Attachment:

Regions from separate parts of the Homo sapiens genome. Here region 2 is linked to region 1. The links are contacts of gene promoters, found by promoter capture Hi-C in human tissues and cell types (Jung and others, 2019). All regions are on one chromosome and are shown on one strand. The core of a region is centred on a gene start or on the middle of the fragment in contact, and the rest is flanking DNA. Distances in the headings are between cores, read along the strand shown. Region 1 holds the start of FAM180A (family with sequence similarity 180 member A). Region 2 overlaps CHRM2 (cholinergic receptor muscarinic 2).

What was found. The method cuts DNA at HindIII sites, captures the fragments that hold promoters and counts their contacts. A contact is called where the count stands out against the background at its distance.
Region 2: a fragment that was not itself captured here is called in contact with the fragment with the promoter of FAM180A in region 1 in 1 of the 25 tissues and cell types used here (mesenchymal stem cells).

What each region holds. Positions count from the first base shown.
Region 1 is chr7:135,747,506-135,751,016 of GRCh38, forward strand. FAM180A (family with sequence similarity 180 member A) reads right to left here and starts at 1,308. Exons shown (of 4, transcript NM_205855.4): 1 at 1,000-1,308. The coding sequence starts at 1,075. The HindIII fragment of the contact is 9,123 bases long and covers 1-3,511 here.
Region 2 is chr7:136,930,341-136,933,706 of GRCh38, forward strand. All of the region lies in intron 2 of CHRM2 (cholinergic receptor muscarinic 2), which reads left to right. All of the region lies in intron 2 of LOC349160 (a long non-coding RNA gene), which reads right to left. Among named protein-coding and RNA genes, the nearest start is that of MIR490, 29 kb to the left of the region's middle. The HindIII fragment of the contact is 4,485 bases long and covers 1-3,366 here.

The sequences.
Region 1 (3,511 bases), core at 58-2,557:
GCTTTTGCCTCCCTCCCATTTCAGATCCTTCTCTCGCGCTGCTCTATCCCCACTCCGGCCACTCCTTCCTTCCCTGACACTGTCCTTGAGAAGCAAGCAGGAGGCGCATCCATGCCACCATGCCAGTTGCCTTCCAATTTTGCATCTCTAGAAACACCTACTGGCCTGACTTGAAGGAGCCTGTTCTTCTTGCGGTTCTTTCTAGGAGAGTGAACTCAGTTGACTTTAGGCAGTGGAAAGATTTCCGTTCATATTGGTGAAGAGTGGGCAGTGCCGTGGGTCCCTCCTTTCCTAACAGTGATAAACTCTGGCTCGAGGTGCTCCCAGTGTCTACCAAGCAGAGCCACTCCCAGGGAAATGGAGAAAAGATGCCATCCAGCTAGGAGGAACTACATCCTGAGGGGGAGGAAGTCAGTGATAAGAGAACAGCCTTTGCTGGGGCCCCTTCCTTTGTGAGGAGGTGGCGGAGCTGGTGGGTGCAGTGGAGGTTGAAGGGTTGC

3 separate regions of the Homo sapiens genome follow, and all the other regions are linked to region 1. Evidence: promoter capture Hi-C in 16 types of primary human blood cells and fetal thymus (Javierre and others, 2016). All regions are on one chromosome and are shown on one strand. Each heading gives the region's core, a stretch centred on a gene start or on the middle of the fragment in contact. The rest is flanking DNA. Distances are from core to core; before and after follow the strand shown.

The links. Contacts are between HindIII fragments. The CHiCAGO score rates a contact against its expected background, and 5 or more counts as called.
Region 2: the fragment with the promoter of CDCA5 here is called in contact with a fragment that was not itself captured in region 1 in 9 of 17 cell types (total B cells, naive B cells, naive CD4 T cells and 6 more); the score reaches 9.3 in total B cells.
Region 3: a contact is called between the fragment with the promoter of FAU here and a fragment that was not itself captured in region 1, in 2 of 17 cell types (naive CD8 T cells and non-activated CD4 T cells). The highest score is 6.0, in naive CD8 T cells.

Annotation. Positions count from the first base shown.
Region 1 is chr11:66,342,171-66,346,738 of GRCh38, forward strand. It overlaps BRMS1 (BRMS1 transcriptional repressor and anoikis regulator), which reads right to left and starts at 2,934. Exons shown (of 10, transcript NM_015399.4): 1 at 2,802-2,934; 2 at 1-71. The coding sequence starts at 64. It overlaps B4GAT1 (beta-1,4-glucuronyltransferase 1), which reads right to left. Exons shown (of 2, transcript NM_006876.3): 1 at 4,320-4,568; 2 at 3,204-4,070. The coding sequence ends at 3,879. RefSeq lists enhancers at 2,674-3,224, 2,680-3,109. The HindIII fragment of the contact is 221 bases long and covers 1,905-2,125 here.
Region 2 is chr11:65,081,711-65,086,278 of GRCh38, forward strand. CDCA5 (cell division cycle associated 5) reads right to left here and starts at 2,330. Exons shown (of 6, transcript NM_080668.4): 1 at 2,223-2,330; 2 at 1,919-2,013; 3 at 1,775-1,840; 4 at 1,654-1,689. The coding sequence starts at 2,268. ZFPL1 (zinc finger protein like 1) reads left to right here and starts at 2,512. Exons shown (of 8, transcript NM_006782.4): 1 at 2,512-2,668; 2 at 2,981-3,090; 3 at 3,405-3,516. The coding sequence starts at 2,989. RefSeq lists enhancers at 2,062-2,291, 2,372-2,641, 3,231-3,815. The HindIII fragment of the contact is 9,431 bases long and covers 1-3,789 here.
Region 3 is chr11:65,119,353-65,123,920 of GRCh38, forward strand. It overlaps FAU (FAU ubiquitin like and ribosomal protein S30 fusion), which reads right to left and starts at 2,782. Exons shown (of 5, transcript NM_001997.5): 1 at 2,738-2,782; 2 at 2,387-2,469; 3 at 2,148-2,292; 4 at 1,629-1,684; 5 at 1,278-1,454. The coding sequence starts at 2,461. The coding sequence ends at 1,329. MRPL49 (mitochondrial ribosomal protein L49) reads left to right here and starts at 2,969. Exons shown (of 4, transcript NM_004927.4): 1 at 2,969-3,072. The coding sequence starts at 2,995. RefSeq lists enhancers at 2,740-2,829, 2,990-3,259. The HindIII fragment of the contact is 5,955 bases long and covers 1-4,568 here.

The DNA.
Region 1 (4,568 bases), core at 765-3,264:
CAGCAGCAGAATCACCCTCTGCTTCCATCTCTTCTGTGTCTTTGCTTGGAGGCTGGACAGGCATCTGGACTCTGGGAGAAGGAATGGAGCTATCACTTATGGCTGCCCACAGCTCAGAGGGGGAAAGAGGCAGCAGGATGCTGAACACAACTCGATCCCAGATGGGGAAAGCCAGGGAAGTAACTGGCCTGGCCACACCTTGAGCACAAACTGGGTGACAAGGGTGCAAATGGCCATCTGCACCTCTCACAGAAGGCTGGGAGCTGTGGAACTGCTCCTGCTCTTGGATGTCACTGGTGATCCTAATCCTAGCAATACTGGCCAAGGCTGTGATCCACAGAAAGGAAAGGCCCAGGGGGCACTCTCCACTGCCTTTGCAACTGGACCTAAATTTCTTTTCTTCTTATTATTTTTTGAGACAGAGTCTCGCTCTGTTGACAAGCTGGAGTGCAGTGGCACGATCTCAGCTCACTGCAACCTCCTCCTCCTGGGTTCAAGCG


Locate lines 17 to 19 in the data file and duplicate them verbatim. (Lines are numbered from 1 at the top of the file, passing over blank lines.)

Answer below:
Region 3 is chr11:65,119,353-65,123,920 of GRCh38, forward strand. It overlaps FAU (FAU ubiquitin like and ribosomal protein S30 fusion), which reads right to left and starts at 2,782. Exons shown (of 5, transcript NM_001997.5): 1 at 2,738-2,782; 2 at 2,387-2,469; 3 at 2,148-2,292; 4 at 1,629-1,684; 5 at 1,278-1,454. The coding sequence starts at 2,461. The coding sequence ends at 1,329. MRPL49 (mitochondrial ribosomal protein L49) reads left to right here and starts at 2,969. Exons shown (of 4, transcript NM_004927.4): 1 at 2,969-3,072. The coding sequence starts at 2,995. RefSeq lists enhancers at 2,740-2,829, 2,990-3,259. The HindIII fragment of the contact is 5,955 bases long and covers 1-4,568 here.

The DNA.
Region 1 (4,568 bases), core at 765-3,264: